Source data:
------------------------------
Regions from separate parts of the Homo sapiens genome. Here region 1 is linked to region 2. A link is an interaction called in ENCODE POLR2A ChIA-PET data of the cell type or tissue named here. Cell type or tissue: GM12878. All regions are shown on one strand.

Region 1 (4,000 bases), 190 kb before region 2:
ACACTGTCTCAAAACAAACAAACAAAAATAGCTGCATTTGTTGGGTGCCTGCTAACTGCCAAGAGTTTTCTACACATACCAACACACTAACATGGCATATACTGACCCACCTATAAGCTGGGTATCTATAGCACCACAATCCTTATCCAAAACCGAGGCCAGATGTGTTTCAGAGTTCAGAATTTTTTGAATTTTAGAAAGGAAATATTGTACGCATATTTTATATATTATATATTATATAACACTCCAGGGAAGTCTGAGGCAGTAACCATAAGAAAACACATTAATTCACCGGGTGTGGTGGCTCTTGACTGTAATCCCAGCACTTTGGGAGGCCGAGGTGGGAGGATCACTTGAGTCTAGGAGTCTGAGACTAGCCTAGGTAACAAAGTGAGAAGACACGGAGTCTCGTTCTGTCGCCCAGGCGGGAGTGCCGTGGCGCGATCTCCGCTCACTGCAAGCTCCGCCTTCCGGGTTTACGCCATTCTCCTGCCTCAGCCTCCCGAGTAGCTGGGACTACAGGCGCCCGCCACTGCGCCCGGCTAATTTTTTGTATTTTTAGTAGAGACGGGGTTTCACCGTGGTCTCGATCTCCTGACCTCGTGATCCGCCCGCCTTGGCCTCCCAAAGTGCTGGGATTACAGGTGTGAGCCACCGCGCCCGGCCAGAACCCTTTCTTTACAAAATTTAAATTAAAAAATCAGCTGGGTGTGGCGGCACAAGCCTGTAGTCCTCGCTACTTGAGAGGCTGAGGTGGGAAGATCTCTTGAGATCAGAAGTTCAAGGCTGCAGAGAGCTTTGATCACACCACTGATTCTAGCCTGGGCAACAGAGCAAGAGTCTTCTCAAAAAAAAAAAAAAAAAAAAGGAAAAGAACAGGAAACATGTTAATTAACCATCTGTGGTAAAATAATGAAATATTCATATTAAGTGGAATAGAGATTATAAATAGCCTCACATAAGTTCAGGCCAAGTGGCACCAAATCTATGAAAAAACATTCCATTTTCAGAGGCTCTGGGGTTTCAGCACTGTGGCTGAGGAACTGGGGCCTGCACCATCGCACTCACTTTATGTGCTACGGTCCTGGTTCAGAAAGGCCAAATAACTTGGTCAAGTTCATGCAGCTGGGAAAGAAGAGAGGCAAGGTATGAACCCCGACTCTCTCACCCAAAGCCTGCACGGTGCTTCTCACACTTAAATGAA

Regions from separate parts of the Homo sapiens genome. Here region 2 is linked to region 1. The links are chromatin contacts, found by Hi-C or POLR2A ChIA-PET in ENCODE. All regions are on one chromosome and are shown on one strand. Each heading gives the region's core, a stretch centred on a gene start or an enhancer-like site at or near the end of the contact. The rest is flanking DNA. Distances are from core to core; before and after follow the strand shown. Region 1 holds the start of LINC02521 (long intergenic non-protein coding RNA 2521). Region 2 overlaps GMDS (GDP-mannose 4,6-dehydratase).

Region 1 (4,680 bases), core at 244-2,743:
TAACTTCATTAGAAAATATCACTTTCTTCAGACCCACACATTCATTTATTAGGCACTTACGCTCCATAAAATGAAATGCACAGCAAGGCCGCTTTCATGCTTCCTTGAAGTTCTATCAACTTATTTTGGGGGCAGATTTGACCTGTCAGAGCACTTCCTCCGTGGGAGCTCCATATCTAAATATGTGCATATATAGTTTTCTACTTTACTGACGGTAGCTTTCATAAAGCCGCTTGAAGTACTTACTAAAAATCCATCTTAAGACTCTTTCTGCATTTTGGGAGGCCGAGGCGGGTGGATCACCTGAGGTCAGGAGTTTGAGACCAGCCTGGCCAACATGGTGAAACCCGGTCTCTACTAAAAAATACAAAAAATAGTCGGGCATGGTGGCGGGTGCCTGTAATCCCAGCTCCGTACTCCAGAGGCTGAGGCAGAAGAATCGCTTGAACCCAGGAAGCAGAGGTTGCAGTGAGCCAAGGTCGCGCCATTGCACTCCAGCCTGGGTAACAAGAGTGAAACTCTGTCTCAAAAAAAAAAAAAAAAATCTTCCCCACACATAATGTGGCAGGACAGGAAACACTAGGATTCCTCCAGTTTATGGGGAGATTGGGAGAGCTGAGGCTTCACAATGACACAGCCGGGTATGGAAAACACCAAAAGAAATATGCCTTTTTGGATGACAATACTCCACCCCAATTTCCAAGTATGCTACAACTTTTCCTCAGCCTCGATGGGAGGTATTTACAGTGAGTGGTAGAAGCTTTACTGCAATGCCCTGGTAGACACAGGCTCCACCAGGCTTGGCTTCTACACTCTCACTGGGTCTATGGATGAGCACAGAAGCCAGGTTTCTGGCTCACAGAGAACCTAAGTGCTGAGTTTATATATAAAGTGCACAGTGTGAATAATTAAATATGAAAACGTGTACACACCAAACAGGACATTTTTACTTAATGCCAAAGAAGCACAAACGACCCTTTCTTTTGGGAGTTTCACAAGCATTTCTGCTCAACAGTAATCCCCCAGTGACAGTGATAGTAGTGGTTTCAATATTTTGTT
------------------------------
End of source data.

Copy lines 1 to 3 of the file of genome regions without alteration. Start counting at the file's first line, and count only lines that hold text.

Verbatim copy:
Regions from separate parts of the Homo sapiens genome. Here region 1 is linked to region 2. A link is an interaction called in ENCODE POLR2A ChIA-PET data of the cell type or tissue named here. Cell type or tissue: GM12878. All regions are shown on one strand.

Region 1 (4,000 bases), 190 kb before region 2:
ACACTGTCTCAAAACAAACAAACAAAAATAGCTGCATTTGTTGGGTGCCTGCTAACTGCCAAGAGTTTTCTACACATACCAACACACTAACATGGCATATACTGACCCACCTATAAGCTGGGTATCTATAGCACCACAATCCTTATCCAAAACCGAGGCCAGATGTGTTTCAGAGTTCAGAATTTTTTGAATTTTAGAAAGGAAATATTGTACGCATATTTTATATATTATATATTATATAACACTCCAGGGAAGTCTGAGGCAGTAACCATAAGAAAACACATTAATTCACCGGGTGTGGTGGCTCTTGACTGTAATCCCAGCACTTTGGGAGGCCGAGGTGGGAGGATCACTTGAGTCTAGGAGTCTGAGACTAGCCTAGGTAACAAAGTGAGAAGACACGGAGTCTCGTTCTGTCGCCCAGGCGGGAGTGCCGTGGCGCGATCTCCGCTCACTGCAAGCTCCGCCTTCCGGGTTTACGCCATTCTCCTGCCTCAGCCTCCCGAGTAGCTGGGACTACAGGCGCCCGCCACTGCGCCCGGCTAATTTTTTGTATTTTTAGTAGAGACGGGGTTTCACCGTGGTCTCGATCTCCTGACCTCGTGATCCGCCCGCCTTGGCCTCCCAAAGTGCTGGGATTACAGGTGTGAGCCACCGCGCCCGGCCAGAACCCTTTCTTTACAAAATTTAAATTAAAAAATCAGCTGGGTGTGGCGGCACAAGCCTGTAGTCCTCGCTACTTGAGAGGCTGAGGTGGGAAGATCTCTTGAGATCAGAAGTTCAAGGCTGCAGAGAGCTTTGATCACACCACTGATTCTAGCCTGGGCAACAGAGCAAGAGTCTTCTCAAAAAAAAAAAAAAAAAAAAGGAAAAGAACAGGAAACATGTTAATTAACCATCTGTGGTAAAATAATGAAATATTCATATTAAGTGGAATAGAGATTATAAATAGCCTCACATAAGTTCAGGCCAAGTGGCACCAAATCTATGAAAAAACATTCCATTTTCAGAGGCTCTGGGGTTTCAGCACTGTGGCTGAGGAACTGGGGCCTGCACCATCGCACTCACTTTATGTGCTACGGTCCTGGTTCAGAAAGGCCAAATAACTTGGTCAAGTTCATGCAGCTGGGAAAGAAGAGAGGCAAGGTATGAACCCCGACTCTCTCACCCAAAGCCTGCACGGTGCTTCTCACACTTAAATGAA